MARCH 22: COVID-19 Reporting Guidelines for Students, Employees
To the University community,
As the COVID-19 outbreak continues to evolve, greater numbers of Tennesseans are seeking medical advice and testing. It is inevitable that as this happens, faculty, staff and students will begin to hear reports or rumors related to possible active cases of the virus among our community.
We are prepared to respond to reports and rumors in a way that balances the great need for the privacy of any person's health care status against the need for us to track possible contacts with a confirmed case of COVID-19. Therefore, we are asking the following of all members of our community:
STUDENTS IN OUR RESIDENCE HALLS
- If you are living on campus and you have symptoms, including a cough, fever, sore throat or shortness of breath, please call MTSU Student Health (615-898-2988) both to report your illness and seek assistance and possible testing.
- Our medical staff will coordinate your diagnosis and make recommendations for treatment and for self-isolation or self-quarantine, if required.
- MTSU Housing will work with you to relocate you to a private space for the duration of the isolation or quarantine period.
FACULTY AND STAFF
If you do not feel well:
- If you are working on campus, and think you might be sick with COVID-19 or are otherwise not feeling well, you will need to stay home to help prevent further contagion on the campus. We would expect this to be the case with any contagious disease.
- You will need to report your illness and subsequent absence to your supervisor, per normal channels.
- You should plan to self-quarantine for 14 days or longer as directed by your health care provider.
If you are experiencing symptoms:
- If you are experiencing cough, sore throat, fever and shortness of breath, or if you have received a confirming diagnosis from your medical provider, you are asked to please stay home and notify your supervisor as soon as possible. Supervisors/department heads should contact their division VP.
- In order to limit your exposure to others to the greatest extent possible, you should plan to self-isolate for 14 days or longer as directed by your health care provider.
If you become sick at work:
- If you become sick at work or start developing the symptoms of COVID, immediately practice social distancing (such as going to the nearest empty room or otherwise removing yourself from the proximity of colleagues), notify your supervisor and plan on going home promptly.
- You should seek medical advice from your health care provider, and may need to self-isolate for 14 days or longer.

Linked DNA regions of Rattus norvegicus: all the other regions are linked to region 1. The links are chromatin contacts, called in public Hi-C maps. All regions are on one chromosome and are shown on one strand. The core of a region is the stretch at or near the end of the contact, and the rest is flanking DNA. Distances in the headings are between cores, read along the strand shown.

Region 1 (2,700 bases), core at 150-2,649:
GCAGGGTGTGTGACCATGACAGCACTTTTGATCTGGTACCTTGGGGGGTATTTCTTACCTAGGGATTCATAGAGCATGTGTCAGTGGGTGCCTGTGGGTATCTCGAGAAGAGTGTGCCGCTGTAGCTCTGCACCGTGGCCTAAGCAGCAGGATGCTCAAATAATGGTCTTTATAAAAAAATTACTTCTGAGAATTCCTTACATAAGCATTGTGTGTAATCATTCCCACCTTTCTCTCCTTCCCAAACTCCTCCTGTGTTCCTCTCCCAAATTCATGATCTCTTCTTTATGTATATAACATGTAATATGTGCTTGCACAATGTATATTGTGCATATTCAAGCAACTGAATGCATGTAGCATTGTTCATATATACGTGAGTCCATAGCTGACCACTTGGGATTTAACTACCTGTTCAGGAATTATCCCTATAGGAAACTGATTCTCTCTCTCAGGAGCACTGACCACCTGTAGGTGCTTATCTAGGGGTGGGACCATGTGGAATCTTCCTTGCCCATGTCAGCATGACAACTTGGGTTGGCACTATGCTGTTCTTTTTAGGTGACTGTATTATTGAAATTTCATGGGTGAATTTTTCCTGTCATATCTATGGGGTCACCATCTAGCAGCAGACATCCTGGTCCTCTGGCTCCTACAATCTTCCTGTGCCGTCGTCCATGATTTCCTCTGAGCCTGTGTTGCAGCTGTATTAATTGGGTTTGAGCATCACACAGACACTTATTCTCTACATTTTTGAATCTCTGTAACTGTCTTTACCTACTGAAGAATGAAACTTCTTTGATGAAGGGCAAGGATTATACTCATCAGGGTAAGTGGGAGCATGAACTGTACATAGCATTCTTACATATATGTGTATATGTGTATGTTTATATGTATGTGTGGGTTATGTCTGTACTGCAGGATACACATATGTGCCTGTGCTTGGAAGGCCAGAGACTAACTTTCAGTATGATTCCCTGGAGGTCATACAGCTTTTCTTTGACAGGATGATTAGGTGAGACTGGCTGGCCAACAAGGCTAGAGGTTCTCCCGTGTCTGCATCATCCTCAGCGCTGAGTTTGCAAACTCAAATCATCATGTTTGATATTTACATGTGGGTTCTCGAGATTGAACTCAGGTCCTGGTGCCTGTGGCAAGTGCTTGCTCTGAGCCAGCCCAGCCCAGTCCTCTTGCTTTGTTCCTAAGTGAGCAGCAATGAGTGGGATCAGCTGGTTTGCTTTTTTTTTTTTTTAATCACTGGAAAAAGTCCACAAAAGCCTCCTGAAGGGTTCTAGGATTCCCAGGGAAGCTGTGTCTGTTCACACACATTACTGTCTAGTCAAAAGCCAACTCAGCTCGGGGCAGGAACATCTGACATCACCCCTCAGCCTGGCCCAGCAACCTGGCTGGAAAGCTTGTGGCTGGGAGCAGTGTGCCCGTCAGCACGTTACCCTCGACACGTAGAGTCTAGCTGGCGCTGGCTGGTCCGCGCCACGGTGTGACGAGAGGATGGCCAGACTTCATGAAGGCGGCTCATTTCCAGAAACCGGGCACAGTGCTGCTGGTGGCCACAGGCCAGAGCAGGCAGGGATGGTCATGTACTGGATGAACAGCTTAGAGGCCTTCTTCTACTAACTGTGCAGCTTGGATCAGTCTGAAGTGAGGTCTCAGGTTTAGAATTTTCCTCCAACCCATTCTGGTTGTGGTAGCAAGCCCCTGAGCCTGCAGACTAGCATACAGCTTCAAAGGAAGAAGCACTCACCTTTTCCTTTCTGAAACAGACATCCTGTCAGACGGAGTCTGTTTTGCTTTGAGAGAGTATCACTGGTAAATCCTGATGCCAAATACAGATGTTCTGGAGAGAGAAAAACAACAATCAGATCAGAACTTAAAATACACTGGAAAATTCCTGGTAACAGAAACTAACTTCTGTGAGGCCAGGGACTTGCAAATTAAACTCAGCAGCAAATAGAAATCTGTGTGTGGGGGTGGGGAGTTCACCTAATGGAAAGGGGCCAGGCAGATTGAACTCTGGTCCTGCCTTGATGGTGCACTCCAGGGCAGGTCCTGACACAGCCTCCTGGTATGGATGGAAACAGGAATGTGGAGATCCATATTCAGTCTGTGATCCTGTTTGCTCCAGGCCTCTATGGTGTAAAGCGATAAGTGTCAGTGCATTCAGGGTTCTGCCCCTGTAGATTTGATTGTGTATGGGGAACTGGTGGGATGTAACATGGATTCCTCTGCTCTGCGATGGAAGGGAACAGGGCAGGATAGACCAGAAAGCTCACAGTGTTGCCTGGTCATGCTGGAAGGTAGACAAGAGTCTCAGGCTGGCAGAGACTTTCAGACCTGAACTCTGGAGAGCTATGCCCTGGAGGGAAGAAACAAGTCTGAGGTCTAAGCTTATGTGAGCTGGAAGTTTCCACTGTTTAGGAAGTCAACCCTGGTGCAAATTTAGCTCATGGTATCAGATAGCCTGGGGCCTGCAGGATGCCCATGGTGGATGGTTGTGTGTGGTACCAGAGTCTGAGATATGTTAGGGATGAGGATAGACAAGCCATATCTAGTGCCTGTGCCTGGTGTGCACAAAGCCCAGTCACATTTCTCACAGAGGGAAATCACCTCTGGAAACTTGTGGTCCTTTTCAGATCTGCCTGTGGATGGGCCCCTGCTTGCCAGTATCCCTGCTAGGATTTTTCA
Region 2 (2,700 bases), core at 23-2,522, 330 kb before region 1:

When an employee reports possible COVID-19:
- When an employee reports possible COVID-19 illness to their supervisor, as a matter of public health the supervisor will work with the division VP and our senior MTSU medical staff to determine whether or not any close contacts need to be notified.
- If an employee is uncomfortable reporting their confirmed illness to their supervisor, he or she may instead speak directly to Dr. Eric Clark, the medical director of our student Health Center, by calling 615-898-2988. Dr. Clark is helping to coordinate the campus response and containment efforts.
- If it is determined that there may be a risk of exposure to specific close contacts in our workplace, those close contacts may be instructed to self-quarantine.
If you are required to self-quarantine or self-isolate:
- Employees who are required to self-quarantine (no symptoms) or to self-isolate (symptoms or confirmed diagnosis) will be able to use both annual and sick leave to remain in full-pay status.
- If a staff member has insufficient leave to cover their required time out of the workplace, arrangements will be made to allow the leave to be taken and paid back at a later time.
- While the self-quarantine or self-Isolation period is expected to be at least 14 days, you will be required to stay home for a least seven days after your symptoms started and for three days after your fever has stopped without the use of fever-reducing drug (Tylenol, ibuprofen, etc).
Generally, a person is at risk for exposure and should plan to self-quarantine if the person has spent a prolonged period of 10 minutes or longer within six feet of a person who has been diagnosed with COVID 19. Close contact can occur while caring for, living with, visiting or sharing a health care waiting area or room with a COVID-19 case. In addition, a person may be at risk of exposure and should plan to self-quarantine if he or she has had direct contact with infectious secretions of a COVID-19 case (e.g., being coughed on).
We will work to balance our goals of sharing relevant information with the University community and protecting the legal privacy rights of individuals. As such, when cases emerge, we will work directly with those most likely to be impacted.
Let us all remember to stay safe, take care of each other and check our website, www.mtsu.edu/coronavirus, for updates.
Sidney A. McPhee